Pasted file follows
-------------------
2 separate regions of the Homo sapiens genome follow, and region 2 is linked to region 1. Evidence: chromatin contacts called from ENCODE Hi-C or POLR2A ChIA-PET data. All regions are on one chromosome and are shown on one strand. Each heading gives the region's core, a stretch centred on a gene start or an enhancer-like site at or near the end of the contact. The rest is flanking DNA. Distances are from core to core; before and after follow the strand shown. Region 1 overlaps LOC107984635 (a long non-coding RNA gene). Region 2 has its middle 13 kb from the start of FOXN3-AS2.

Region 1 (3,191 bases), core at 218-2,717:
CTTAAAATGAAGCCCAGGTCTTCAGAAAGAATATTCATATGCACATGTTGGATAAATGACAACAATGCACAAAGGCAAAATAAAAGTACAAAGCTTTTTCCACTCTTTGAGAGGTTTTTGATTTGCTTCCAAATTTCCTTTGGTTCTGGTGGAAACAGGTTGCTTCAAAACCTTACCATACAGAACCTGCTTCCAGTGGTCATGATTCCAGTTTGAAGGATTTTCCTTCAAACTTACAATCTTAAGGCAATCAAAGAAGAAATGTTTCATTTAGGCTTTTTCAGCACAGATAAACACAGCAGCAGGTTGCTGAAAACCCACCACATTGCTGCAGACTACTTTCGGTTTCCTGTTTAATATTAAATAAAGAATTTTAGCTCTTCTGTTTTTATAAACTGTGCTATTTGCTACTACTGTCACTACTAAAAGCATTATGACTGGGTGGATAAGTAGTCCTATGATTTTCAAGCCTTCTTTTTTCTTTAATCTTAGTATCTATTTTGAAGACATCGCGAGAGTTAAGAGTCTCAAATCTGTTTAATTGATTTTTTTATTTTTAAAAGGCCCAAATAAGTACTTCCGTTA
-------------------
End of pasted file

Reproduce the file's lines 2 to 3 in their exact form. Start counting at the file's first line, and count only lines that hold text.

Region 1 (3,191 bases), core at 218-2,717:
CTTAAAATGAAGCCCAGGTCTTCAGAAAGAATATTCATATGCACATGTTGGATAAATGACAACAATGCACAAAGGCAAAATAAAAGTACAAAGCTTTTTCCACTCTTTGAGAGGTTTTTGATTTGCTTCCAAATTTCCTTTGGTTCTGGTGGAAACAGGTTGCTTCAAAACCTTACCATACAGAACCTGCTTCCAGTGGTCATGATTCCAGTTTGAAGGATTTTCCTTCAAACTTACAATCTTAAGGCAATCAAAGAAGAAATGTTTCATTTAGGCTTTTTCAGCACAGATAAACACAGCAGCAGGTTGCTGAAAACCCACCACATTGCTGCAGACTACTTTCGGTTTCCTGTTTAATATTAAATAAAGAATTTTAGCTCTTCTGTTTTTATAAACTGTGCTATTTGCTACTACTGTCACTACTAAAAGCATTATGACTGGGTGGATAAGTAGTCCTATGATTTTCAAGCCTTCTTTTTTCTTTAATCTTAGTATCTATTTTGAAGACATCGCGAGAGTTAAGAGTCTCAAATCTGTTTAATTGATTTTTTTATTTTTAAAAGGCCCAAATAAGTACTTCCGTTA